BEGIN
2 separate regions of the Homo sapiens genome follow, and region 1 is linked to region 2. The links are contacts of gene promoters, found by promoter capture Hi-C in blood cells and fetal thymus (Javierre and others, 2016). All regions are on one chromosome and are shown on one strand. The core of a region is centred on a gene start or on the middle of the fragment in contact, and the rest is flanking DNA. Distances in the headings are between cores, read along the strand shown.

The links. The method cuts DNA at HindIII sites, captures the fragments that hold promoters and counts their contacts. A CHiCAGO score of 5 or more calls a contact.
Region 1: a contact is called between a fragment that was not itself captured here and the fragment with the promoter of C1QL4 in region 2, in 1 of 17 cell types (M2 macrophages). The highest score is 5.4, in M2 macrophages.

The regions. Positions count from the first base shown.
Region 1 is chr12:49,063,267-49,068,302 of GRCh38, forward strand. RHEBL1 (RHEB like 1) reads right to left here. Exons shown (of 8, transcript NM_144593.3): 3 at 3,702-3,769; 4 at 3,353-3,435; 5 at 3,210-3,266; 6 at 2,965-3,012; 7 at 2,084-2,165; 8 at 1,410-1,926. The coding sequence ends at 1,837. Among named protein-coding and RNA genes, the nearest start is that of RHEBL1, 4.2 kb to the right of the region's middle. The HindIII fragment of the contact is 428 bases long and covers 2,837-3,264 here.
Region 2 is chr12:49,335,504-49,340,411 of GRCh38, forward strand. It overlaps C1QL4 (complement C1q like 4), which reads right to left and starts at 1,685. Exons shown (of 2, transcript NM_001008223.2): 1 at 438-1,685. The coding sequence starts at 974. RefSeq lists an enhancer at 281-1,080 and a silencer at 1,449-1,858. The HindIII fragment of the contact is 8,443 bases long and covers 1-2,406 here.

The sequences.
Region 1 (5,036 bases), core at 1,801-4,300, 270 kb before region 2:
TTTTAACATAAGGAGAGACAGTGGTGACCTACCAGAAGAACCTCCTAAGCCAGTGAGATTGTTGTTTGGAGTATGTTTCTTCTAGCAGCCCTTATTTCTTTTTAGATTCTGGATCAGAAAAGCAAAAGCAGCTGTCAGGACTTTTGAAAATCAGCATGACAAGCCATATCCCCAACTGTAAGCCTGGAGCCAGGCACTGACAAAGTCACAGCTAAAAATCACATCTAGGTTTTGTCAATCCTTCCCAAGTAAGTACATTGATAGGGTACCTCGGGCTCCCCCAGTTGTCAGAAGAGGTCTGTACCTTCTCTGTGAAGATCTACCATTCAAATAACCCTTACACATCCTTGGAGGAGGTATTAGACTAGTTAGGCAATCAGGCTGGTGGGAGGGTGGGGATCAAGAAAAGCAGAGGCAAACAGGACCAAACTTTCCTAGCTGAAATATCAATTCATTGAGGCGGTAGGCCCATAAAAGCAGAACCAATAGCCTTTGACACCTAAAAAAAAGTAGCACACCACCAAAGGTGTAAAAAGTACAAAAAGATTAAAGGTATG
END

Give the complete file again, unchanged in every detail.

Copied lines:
2 separate regions of the Homo sapiens genome follow, and region 1 is linked to region 2. The links are contacts of gene promoters, found by promoter capture Hi-C in blood cells and fetal thymus (Javierre and others, 2016). All regions are on one chromosome and are shown on one strand. The core of a region is centred on a gene start or on the middle of the fragment in contact, and the rest is flanking DNA. Distances in the headings are between cores, read along the strand shown.

The links. The method cuts DNA at HindIII sites, captures the fragments that hold promoters and counts their contacts. A CHiCAGO score of 5 or more calls a contact.
Region 1: a contact is called between a fragment that was not itself captured here and the fragment with the promoter of C1QL4 in region 2, in 1 of 17 cell types (M2 macrophages). The highest score is 5.4, in M2 macrophages.

The regions. Positions count from the first base shown.
Region 1 is chr12:49,063,267-49,068,302 of GRCh38, forward strand. RHEBL1 (RHEB like 1) reads right to left here. Exons shown (of 8, transcript NM_144593.3): 3 at 3,702-3,769; 4 at 3,353-3,435; 5 at 3,210-3,266; 6 at 2,965-3,012; 7 at 2,084-2,165; 8 at 1,410-1,926. The coding sequence ends at 1,837. Among named protein-coding and RNA genes, the nearest start is that of RHEBL1, 4.2 kb to the right of the region's middle. The HindIII fragment of the contact is 428 bases long and covers 2,837-3,264 here.
Region 2 is chr12:49,335,504-49,340,411 of GRCh38, forward strand. It overlaps C1QL4 (complement C1q like 4), which reads right to left and starts at 1,685. Exons shown (of 2, transcript NM_001008223.2): 1 at 438-1,685. The coding sequence starts at 974. RefSeq lists an enhancer at 281-1,080 and a silencer at 1,449-1,858. The HindIII fragment of the contact is 8,443 bases long and covers 1-2,406 here.

The sequences.
Region 1 (5,036 bases), core at 1,801-4,300, 270 kb before region 2:
TTTTAACATAAGGAGAGACAGTGGTGACCTACCAGAAGAACCTCCTAAGCCAGTGAGATTGTTGTTTGGAGTATGTTTCTTCTAGCAGCCCTTATTTCTTTTTAGATTCTGGATCAGAAAAGCAAAAGCAGCTGTCAGGACTTTTGAAAATCAGCATGACAAGCCATATCCCCAACTGTAAGCCTGGAGCCAGGCACTGACAAAGTCACAGCTAAAAATCACATCTAGGTTTTGTCAATCCTTCCCAAGTAAGTACATTGATAGGGTACCTCGGGCTCCCCCAGTTGTCAGAAGAGGTCTGTACCTTCTCTGTGAAGATCTACCATTCAAATAACCCTTACACATCCTTGGAGGAGGTATTAGACTAGTTAGGCAATCAGGCTGGTGGGAGGGTGGGGATCAAGAAAAGCAGAGGCAAACAGGACCAAACTTTCCTAGCTGAAATATCAATTCATTGAGGCGGTAGGCCCATAAAAGCAGAACCAATAGCCTTTGACACCTAAAAAAAAGTAGCACACCACCAAAGGTGTAAAAAGTACAAAAAGATTAAAGGTATG